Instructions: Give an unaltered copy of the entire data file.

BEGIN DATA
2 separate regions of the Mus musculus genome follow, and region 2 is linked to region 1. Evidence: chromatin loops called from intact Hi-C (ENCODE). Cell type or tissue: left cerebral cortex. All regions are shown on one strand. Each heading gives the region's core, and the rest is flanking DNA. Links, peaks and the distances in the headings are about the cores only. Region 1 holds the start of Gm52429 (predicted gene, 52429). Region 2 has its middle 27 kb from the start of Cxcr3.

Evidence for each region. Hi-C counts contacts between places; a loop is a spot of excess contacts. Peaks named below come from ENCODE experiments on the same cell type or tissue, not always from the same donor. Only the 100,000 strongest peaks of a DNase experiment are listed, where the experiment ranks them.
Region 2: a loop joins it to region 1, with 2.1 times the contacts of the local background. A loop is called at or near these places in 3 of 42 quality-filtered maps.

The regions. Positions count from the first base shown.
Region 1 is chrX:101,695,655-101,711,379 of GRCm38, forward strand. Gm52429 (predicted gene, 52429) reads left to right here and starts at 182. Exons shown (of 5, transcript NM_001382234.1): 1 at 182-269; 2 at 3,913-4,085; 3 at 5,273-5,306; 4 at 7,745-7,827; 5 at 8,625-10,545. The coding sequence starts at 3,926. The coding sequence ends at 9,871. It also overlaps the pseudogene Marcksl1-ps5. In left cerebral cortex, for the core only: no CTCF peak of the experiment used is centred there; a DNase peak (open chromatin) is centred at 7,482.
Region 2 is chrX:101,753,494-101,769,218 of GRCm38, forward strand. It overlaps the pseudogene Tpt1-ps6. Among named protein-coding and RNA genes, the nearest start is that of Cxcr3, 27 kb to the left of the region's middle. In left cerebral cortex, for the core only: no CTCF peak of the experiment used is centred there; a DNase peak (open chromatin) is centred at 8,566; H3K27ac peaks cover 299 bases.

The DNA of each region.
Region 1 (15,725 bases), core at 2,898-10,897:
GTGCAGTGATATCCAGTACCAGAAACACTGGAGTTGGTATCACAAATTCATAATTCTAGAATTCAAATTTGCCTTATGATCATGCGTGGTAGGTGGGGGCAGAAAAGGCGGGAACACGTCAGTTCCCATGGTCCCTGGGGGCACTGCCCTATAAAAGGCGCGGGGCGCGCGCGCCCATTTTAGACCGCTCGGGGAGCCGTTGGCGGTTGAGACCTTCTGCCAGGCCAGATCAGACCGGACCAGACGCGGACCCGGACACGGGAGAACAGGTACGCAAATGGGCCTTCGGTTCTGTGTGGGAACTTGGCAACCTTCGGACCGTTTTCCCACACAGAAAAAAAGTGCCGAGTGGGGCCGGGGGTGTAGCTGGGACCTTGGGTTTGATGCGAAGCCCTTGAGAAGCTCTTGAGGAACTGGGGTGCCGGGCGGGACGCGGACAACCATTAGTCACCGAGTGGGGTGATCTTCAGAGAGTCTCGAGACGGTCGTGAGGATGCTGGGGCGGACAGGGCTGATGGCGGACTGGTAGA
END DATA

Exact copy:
2 separate regions of the Mus musculus genome follow, and region 2 is linked to region 1. Evidence: chromatin loops called from intact Hi-C (ENCODE). Cell type or tissue: left cerebral cortex. All regions are shown on one strand. Each heading gives the region's core, and the rest is flanking DNA. Links, peaks and the distances in the headings are about the cores only. Region 1 holds the start of Gm52429 (predicted gene, 52429). Region 2 has its middle 27 kb from the start of Cxcr3.

Evidence for each region. Hi-C counts contacts between places; a loop is a spot of excess contacts. Peaks named below come from ENCODE experiments on the same cell type or tissue, not always from the same donor. Only the 100,000 strongest peaks of a DNase experiment are listed, where the experiment ranks them.
Region 2: a loop joins it to region 1, with 2.1 times the contacts of the local background. A loop is called at or near these places in 3 of 42 quality-filtered maps.

The regions. Positions count from the first base shown.
Region 1 is chrX:101,695,655-101,711,379 of GRCm38, forward strand. Gm52429 (predicted gene, 52429) reads left to right here and starts at 182. Exons shown (of 5, transcript NM_001382234.1): 1 at 182-269; 2 at 3,913-4,085; 3 at 5,273-5,306; 4 at 7,745-7,827; 5 at 8,625-10,545. The coding sequence starts at 3,926. The coding sequence ends at 9,871. It also overlaps the pseudogene Marcksl1-ps5. In left cerebral cortex, for the core only: no CTCF peak of the experiment used is centred there; a DNase peak (open chromatin) is centred at 7,482.
Region 2 is chrX:101,753,494-101,769,218 of GRCm38, forward strand. It overlaps the pseudogene Tpt1-ps6. Among named protein-coding and RNA genes, the nearest start is that of Cxcr3, 27 kb to the left of the region's middle. In left cerebral cortex, for the core only: no CTCF peak of the experiment used is centred there; a DNase peak (open chromatin) is centred at 8,566; H3K27ac peaks cover 299 bases.

The DNA of each region.
Region 1 (15,725 bases), core at 2,898-10,897:
GTGCAGTGATATCCAGTACCAGAAACACTGGAGTTGGTATCACAAATTCATAATTCTAGAATTCAAATTTGCCTTATGATCATGCGTGGTAGGTGGGGGCAGAAAAGGCGGGAACACGTCAGTTCCCATGGTCCCTGGGGGCACTGCCCTATAAAAGGCGCGGGGCGCGCGCGCCCATTTTAGACCGCTCGGGGAGCCGTTGGCGGTTGAGACCTTCTGCCAGGCCAGATCAGACCGGACCAGACGCGGACCCGGACACGGGAGAACAGGTACGCAAATGGGCCTTCGGTTCTGTGTGGGAACTTGGCAACCTTCGGACCGTTTTCCCACACAGAAAAAAAGTGCCGAGTGGGGCCGGGGGTGTAGCTGGGACCTTGGGTTTGATGCGAAGCCCTTGAGAAGCTCTTGAGGAACTGGGGTGCCGGGCGGGACGCGGACAACCATTAGTCACCGAGTGGGGTGATCTTCAGAGAGTCTCGAGACGGTCGTGAGGATGCTGGGGCGGACAGGGCTGATGGCGGACTGGTAGA